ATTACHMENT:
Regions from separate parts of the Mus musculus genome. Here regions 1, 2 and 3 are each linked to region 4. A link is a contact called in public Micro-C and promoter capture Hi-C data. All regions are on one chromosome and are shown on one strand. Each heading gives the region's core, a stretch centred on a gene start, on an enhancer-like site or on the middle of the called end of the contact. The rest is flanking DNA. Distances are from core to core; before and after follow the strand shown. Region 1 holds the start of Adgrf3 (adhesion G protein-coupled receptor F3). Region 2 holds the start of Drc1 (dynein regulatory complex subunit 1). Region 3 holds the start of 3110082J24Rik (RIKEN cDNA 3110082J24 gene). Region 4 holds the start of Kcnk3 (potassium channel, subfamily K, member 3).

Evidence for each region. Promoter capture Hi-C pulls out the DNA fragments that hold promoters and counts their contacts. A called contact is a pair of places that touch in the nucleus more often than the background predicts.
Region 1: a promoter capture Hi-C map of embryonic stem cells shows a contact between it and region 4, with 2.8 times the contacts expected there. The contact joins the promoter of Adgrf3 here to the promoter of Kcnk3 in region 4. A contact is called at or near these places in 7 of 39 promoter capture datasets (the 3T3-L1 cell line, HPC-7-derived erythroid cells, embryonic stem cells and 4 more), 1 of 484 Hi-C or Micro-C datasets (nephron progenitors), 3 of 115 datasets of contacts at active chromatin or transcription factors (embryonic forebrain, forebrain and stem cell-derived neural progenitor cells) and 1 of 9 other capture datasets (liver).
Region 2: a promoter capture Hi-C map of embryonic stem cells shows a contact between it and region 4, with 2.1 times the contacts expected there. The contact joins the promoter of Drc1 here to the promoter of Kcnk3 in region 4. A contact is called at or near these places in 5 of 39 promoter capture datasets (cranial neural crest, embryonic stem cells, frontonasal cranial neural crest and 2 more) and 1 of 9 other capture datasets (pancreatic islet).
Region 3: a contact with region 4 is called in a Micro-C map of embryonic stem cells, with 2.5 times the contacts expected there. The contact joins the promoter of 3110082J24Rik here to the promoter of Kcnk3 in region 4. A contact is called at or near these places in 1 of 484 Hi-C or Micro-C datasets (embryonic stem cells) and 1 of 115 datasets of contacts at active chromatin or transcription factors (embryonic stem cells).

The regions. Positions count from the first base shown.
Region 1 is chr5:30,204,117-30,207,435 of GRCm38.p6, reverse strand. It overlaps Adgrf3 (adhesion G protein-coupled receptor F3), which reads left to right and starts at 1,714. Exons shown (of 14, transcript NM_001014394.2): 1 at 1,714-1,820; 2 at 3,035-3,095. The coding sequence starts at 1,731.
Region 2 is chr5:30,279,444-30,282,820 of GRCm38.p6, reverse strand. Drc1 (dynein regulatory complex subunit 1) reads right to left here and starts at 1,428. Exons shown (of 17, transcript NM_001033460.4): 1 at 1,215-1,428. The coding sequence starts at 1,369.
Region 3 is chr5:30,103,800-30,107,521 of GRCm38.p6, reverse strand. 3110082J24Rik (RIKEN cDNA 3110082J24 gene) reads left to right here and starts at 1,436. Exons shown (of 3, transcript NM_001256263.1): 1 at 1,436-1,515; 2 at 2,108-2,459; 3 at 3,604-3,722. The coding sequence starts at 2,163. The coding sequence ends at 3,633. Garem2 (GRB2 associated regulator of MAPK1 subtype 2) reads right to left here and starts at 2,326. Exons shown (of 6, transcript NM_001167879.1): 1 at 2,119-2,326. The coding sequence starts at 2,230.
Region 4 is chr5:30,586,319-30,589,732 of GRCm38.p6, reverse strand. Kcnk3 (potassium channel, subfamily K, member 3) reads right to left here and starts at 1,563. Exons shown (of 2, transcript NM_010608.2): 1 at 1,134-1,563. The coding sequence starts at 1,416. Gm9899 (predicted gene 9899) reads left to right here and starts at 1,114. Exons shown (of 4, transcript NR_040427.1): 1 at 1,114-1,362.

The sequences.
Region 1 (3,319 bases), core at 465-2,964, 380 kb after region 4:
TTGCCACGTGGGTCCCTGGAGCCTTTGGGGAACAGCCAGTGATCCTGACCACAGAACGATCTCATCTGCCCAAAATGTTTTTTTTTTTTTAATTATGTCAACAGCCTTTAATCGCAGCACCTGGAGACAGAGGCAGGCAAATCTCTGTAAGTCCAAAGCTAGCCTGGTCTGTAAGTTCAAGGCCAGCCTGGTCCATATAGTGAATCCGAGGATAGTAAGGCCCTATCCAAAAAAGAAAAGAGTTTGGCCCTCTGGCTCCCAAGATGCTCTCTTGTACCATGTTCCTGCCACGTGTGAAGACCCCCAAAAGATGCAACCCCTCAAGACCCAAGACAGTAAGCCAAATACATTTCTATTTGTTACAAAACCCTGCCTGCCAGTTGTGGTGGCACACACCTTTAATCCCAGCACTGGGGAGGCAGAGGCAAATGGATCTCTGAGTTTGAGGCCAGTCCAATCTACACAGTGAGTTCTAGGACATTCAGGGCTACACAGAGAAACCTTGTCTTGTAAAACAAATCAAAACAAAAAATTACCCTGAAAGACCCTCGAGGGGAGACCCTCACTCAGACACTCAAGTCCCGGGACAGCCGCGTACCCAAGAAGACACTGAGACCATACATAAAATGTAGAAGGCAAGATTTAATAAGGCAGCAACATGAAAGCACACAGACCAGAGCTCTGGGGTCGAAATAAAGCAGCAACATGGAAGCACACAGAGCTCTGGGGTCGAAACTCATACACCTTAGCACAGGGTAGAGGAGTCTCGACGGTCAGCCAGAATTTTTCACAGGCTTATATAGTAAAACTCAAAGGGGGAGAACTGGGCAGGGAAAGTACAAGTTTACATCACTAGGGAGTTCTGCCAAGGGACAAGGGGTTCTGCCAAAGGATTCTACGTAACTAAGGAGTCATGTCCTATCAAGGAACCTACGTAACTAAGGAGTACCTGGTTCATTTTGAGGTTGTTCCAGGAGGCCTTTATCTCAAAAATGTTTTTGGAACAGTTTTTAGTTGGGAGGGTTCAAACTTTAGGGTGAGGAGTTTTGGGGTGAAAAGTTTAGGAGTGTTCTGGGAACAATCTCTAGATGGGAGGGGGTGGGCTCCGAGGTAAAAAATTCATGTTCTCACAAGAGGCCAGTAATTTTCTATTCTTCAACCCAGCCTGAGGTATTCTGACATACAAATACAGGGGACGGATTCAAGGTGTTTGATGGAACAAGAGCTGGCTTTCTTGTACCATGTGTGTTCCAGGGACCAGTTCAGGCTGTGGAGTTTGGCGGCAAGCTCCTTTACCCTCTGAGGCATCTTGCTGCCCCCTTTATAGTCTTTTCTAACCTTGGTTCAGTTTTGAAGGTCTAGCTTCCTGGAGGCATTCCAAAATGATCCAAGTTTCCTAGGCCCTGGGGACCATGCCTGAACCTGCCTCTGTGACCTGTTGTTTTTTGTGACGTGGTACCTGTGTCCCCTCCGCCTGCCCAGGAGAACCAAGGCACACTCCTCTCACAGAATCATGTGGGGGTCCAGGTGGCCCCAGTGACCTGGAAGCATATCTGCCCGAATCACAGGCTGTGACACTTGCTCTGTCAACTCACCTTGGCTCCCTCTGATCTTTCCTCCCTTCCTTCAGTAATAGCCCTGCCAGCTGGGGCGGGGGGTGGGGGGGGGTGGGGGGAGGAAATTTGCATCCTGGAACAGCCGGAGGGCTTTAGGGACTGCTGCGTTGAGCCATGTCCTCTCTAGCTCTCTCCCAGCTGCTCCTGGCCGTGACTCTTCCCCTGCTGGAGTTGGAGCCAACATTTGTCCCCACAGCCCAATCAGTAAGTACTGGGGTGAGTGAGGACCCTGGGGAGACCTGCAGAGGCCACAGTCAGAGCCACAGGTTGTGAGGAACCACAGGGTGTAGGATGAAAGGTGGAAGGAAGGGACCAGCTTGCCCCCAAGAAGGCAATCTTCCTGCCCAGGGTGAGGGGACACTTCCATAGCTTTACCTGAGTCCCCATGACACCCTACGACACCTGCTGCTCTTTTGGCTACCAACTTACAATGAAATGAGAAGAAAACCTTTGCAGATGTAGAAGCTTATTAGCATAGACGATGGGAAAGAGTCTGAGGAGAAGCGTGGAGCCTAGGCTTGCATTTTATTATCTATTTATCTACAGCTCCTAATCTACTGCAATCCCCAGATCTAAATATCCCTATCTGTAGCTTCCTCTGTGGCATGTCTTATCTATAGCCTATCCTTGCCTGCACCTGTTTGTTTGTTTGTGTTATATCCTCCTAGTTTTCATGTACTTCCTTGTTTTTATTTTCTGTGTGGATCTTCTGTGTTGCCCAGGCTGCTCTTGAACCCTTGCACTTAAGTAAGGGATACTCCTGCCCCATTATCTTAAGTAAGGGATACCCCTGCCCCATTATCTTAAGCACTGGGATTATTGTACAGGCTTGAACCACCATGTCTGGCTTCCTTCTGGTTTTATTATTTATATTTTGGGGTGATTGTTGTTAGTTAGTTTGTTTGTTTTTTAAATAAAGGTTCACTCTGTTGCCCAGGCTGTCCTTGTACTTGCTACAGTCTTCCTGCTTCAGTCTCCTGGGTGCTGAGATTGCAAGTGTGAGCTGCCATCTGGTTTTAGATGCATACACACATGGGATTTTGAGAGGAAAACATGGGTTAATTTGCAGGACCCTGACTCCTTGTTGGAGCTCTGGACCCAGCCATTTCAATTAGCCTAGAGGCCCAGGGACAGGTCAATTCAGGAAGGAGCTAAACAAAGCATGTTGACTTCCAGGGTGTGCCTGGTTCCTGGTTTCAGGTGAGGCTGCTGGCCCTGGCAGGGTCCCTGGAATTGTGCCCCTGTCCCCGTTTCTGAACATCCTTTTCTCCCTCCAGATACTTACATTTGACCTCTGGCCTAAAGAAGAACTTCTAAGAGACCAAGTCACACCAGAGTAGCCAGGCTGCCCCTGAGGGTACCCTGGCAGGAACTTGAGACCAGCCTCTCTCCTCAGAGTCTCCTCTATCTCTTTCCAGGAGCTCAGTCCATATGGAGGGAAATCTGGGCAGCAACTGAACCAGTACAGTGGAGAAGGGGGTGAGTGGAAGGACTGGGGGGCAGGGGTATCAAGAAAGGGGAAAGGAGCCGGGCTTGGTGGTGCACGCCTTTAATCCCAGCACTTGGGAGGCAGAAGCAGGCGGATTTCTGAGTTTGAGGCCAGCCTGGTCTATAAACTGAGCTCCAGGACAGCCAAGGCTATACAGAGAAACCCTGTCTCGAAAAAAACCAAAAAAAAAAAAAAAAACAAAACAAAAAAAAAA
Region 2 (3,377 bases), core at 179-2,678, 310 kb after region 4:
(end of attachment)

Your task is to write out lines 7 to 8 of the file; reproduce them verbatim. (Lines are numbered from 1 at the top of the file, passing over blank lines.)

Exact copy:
Region 1 is chr5:30,204,117-30,207,435 of GRCm38.p6, reverse strand. It overlaps Adgrf3 (adhesion G protein-coupled receptor F3), which reads left to right and starts at 1,714. Exons shown (of 14, transcript NM_001014394.2): 1 at 1,714-1,820; 2 at 3,035-3,095. The coding sequence starts at 1,731.
Region 2 is chr5:30,279,444-30,282,820 of GRCm38.p6, reverse strand. Drc1 (dynein regulatory complex subunit 1) reads right to left here and starts at 1,428. Exons shown (of 17, transcript NM_001033460.4): 1 at 1,215-1,428. The coding sequence starts at 1,369.